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Passage of the Potomac and Shen'ăndõõh Rivers through the
The passage of the Potomac through the Blue Ridge, is, perhaps, one of the most stupendous scenes in nature. Tou stand on a very high point of land. On your right comes up the Shenandoah, having ranged along the foot of the mountain a hundred miles,
to seek a vent. On your left approaches the Potomac, in quest of a passage also. In the moment of their junction they rush together against the mountain, rend it asunder, and pass off to the sea.
The first glance of this scene hurries our senses into the opinion, that this earth has been created in time; that the mountains were formed first; that the rivers began to flow afterwards; that, in this place particularly, they have been dammed up by the Blue Ridge of mountain and have formed an ocean, which filled the whole valley; that, continuing to rise, they have, at length, broken over at this spot, and have torn the mountain down, from its summit to its base. The piles of rock on each hand, but particularly on the Shenandoah, the evident marks of their disrupture and avulsion from their beds, by the most powerful agents of nature, corroborate li himpression.
But the distant finisning, which nature has given to the picture, is of a very different character. It is a true contrast to the fore-ground. That is as placid and delightful, as this is wild and tremendous. For the mountain, being cloven asunder, presents to your eye, through the cleft, a small catch of smooth blue horizon, at an infinite distance in the plain country, inviting you, as it were, from the riot and tumult roaring around, to pass through the breach and participate of the calm below.
Here the eye ultimately composes itself; and that way, too, the road happens actually to lead. You cross the Potomac above the junction, pass along its side through the base of the mountain, for three miles ; its terrible precipices hanging in fragments over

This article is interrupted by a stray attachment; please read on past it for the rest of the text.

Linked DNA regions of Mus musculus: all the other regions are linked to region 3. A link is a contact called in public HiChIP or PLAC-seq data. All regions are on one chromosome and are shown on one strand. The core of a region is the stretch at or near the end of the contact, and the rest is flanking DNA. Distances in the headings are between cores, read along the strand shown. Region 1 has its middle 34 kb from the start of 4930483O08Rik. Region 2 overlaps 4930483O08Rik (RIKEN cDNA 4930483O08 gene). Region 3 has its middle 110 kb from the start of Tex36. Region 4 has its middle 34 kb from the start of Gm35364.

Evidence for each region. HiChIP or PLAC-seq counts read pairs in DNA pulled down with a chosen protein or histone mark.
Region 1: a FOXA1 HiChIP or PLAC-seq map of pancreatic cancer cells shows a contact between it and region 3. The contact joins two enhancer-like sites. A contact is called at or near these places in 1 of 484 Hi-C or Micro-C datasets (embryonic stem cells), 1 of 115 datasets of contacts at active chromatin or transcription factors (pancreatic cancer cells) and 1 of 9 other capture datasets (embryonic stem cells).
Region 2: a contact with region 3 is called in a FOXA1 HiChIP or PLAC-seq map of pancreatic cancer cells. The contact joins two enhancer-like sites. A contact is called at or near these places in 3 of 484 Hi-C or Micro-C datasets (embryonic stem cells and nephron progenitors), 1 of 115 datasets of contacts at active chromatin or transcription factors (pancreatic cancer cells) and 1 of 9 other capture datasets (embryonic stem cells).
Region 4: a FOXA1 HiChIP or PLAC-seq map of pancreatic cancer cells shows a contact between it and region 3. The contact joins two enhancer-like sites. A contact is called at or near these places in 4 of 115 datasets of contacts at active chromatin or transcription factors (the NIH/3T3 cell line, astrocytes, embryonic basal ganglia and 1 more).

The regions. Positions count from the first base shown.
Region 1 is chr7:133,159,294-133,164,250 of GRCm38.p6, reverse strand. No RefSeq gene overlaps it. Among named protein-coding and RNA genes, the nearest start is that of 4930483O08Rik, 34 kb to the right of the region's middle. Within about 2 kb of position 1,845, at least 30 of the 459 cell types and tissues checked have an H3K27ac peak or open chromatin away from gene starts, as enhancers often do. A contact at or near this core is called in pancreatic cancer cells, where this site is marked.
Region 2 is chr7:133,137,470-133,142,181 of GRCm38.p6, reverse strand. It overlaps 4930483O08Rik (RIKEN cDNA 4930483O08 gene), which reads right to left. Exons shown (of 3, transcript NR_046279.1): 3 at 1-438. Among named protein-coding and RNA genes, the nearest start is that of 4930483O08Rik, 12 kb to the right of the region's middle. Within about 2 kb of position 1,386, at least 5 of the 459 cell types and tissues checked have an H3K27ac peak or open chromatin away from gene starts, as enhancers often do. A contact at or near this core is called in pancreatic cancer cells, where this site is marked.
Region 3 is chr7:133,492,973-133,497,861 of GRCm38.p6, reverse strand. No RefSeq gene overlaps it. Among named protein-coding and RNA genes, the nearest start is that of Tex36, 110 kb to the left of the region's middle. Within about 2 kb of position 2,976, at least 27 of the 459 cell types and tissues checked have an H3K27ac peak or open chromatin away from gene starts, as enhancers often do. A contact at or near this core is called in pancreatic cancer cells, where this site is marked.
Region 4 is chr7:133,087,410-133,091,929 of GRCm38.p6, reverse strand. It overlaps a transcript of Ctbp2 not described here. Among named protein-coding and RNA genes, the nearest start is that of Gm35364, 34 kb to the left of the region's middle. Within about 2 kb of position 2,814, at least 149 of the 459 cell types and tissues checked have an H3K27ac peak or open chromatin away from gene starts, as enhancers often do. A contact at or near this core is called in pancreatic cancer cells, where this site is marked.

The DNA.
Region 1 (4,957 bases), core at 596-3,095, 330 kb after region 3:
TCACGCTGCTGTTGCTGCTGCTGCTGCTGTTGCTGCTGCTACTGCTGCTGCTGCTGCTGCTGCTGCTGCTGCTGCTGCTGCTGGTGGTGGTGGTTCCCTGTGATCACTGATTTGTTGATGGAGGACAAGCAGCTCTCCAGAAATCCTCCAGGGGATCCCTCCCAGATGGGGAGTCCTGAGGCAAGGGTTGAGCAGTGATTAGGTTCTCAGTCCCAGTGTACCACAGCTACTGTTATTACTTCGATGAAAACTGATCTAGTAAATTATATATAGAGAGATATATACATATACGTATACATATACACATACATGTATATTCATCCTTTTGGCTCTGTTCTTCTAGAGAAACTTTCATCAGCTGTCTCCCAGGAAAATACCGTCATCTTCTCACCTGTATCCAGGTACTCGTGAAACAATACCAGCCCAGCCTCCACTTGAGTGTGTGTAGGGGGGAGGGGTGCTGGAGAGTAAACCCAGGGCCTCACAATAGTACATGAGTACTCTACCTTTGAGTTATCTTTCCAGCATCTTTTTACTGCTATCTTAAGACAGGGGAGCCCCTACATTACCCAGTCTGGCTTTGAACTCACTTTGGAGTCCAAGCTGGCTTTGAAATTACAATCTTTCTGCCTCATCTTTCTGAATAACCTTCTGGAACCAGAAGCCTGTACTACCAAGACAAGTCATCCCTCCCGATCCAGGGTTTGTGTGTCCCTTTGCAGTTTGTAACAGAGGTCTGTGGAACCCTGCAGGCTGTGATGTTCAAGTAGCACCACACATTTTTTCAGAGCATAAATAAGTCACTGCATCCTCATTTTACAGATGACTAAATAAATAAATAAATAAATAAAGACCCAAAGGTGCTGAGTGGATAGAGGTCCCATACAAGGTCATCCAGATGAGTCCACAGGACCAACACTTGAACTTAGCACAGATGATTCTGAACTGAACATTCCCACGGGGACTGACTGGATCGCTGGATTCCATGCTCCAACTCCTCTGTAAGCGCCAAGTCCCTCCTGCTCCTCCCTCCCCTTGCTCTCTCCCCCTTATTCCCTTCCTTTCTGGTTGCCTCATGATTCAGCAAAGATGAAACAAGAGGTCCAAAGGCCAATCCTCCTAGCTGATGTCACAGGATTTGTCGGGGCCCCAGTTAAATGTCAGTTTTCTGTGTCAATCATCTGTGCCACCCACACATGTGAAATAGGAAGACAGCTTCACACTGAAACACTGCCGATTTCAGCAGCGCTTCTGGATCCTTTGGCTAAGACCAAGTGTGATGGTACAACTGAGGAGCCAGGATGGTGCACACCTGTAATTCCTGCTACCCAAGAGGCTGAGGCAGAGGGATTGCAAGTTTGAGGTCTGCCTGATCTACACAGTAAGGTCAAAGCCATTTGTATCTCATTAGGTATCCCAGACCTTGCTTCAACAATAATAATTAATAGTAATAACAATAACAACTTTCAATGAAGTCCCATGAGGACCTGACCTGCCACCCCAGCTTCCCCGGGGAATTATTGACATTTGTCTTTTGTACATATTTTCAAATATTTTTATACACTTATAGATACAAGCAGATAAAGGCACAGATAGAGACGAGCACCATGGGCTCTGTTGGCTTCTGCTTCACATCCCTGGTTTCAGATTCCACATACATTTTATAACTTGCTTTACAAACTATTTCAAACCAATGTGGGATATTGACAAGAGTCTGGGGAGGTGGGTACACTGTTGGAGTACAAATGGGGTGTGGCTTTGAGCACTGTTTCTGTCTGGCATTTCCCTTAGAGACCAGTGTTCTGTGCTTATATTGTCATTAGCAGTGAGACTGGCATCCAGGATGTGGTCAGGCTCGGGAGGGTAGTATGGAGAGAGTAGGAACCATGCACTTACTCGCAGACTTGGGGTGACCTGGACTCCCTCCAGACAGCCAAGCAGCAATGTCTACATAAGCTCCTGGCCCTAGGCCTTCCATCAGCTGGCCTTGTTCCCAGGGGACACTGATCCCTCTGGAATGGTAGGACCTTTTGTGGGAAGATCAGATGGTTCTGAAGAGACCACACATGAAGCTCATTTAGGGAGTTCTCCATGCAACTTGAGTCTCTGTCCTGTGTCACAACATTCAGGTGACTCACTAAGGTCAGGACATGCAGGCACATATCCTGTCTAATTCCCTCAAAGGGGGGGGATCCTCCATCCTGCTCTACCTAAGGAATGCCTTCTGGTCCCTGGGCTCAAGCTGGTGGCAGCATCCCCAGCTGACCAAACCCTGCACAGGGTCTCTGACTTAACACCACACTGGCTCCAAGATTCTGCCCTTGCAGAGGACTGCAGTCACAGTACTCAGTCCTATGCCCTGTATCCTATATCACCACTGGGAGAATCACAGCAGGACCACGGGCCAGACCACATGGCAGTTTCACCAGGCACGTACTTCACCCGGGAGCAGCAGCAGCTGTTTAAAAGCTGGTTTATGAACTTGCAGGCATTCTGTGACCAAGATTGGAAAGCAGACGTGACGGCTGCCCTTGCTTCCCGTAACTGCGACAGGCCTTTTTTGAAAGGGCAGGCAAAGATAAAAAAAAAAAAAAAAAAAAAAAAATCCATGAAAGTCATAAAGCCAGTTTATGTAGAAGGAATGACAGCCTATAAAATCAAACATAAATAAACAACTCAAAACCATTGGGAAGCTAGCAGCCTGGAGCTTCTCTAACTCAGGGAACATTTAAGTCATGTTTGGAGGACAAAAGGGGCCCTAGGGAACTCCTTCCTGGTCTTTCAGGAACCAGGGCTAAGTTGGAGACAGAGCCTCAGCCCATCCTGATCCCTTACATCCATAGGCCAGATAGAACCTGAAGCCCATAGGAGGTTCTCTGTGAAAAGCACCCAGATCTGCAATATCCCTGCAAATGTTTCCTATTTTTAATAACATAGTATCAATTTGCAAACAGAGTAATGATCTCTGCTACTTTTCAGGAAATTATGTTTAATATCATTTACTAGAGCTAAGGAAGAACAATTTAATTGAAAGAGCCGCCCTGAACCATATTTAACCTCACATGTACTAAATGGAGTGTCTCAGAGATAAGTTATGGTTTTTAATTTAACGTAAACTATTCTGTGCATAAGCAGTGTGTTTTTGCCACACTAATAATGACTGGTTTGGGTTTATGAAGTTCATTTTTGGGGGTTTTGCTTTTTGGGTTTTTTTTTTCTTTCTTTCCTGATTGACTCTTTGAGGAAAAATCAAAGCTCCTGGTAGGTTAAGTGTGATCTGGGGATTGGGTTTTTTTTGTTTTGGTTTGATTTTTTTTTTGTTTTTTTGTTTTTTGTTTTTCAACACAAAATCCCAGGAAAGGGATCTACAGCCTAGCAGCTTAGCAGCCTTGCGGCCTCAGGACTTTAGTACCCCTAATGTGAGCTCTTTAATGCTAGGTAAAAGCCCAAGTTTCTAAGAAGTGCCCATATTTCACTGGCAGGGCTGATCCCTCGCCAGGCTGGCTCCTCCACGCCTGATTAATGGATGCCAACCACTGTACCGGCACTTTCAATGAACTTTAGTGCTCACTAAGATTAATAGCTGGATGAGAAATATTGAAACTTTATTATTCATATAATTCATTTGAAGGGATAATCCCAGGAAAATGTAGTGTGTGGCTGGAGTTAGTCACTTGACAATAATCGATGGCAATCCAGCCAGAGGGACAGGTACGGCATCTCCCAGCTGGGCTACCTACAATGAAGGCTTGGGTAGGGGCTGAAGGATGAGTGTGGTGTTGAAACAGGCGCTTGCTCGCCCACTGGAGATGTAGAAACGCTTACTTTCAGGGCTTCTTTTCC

you. This scene is worth a voyage across the Atlantic. Yet here, as in the neighbourhood of the Natural Bridge, are people, who have passed their lives within half a dozen miles, and have never been to survey these monuments of a war between rivers and nountains which must have shaken the earth itself to its centre.
The Blind Boy.-BLOOMFIELD.
WHERE's the blind child, so admirably fair,
, or on the green,
With circumscribed, but not abated powers,
His fancy paints their distant paths so gay,
A Thought on Death.-Mrs. BARBAULD.*
When life as opening buds is sweet,
Alas! how hard it is to die !
When scarce is seized some valued prize,
How awful then it is to die !
When, one by one, those ties are torn,
Ah! then, how easy 'tis to die
When trembling limbs refuse their weight,
'Tis nature's precious boon to die!
When faith is strong, and conscience clear,
'Tis joy, 'tis triumph, then to die !
I saw an aged man upon his bier :
His hair was thin and white, and on his brow
Cares that were ended and forgotten now.
* Written after she had passed her eightieth year.
Then rose another hoary man, and said,
In faltering accents, to that weeping train, “Why mourn ye that our aged friend is dead ?
are not sad to see the gathered grain, Nor when their mellow fruit the orchards cast, Nor when the yellow woods shake down the ripened mast.
“Ye sigh not when the sun, his course fulfilled,
His glorious course, rejoicing earth and sky,— In the soft evening, when the winds are stilled,
Sinks where the islands of refreshment lie, And leaves the smile of his departure, spread O'er the warm-coloured heaven and ruddy mountain head.
Why weep ye then for him, who, having run
The bound of man's appointed years, at last,
Serenely to his final rest has passed ?
s His youth was innocent; his riper age
Marked with some act of goodness every day;
Faded his late-declining years away.
Thanks for the fair existence that was his;
To mock him with her phantom miseries.
“And I am glad that he has lived thus long;
And glad that he has gone to his reward ;
Softly to disengage the vital cord.
* A chronic disease is one of long duration.
+ Pron. nun.
How shall I praise thee, Lord of light?
How shall I all thy love declare?
But heaven is open to my prayer ;
That glorious heaven, which knows no bound
And life and beauty glow around.
Circled by thousand streams of bliss,
Say, to a world so mean as this,
How shall my thoughts expression find,
How shall I seek, thou infinite Mind,
Whose power and wisdom, love and grace,
And wider than the bounds of space!
Gently the shades of night descend;
Thy temple, Lord, is calm and still ;
A thousand fires that temple fill,
As if the very heavens, impressed
In all their loveliest robes were dressed.
From that immeasurable throne;
Dost clain earth's children for thy own,
Life's varied scenes of joy and gloom,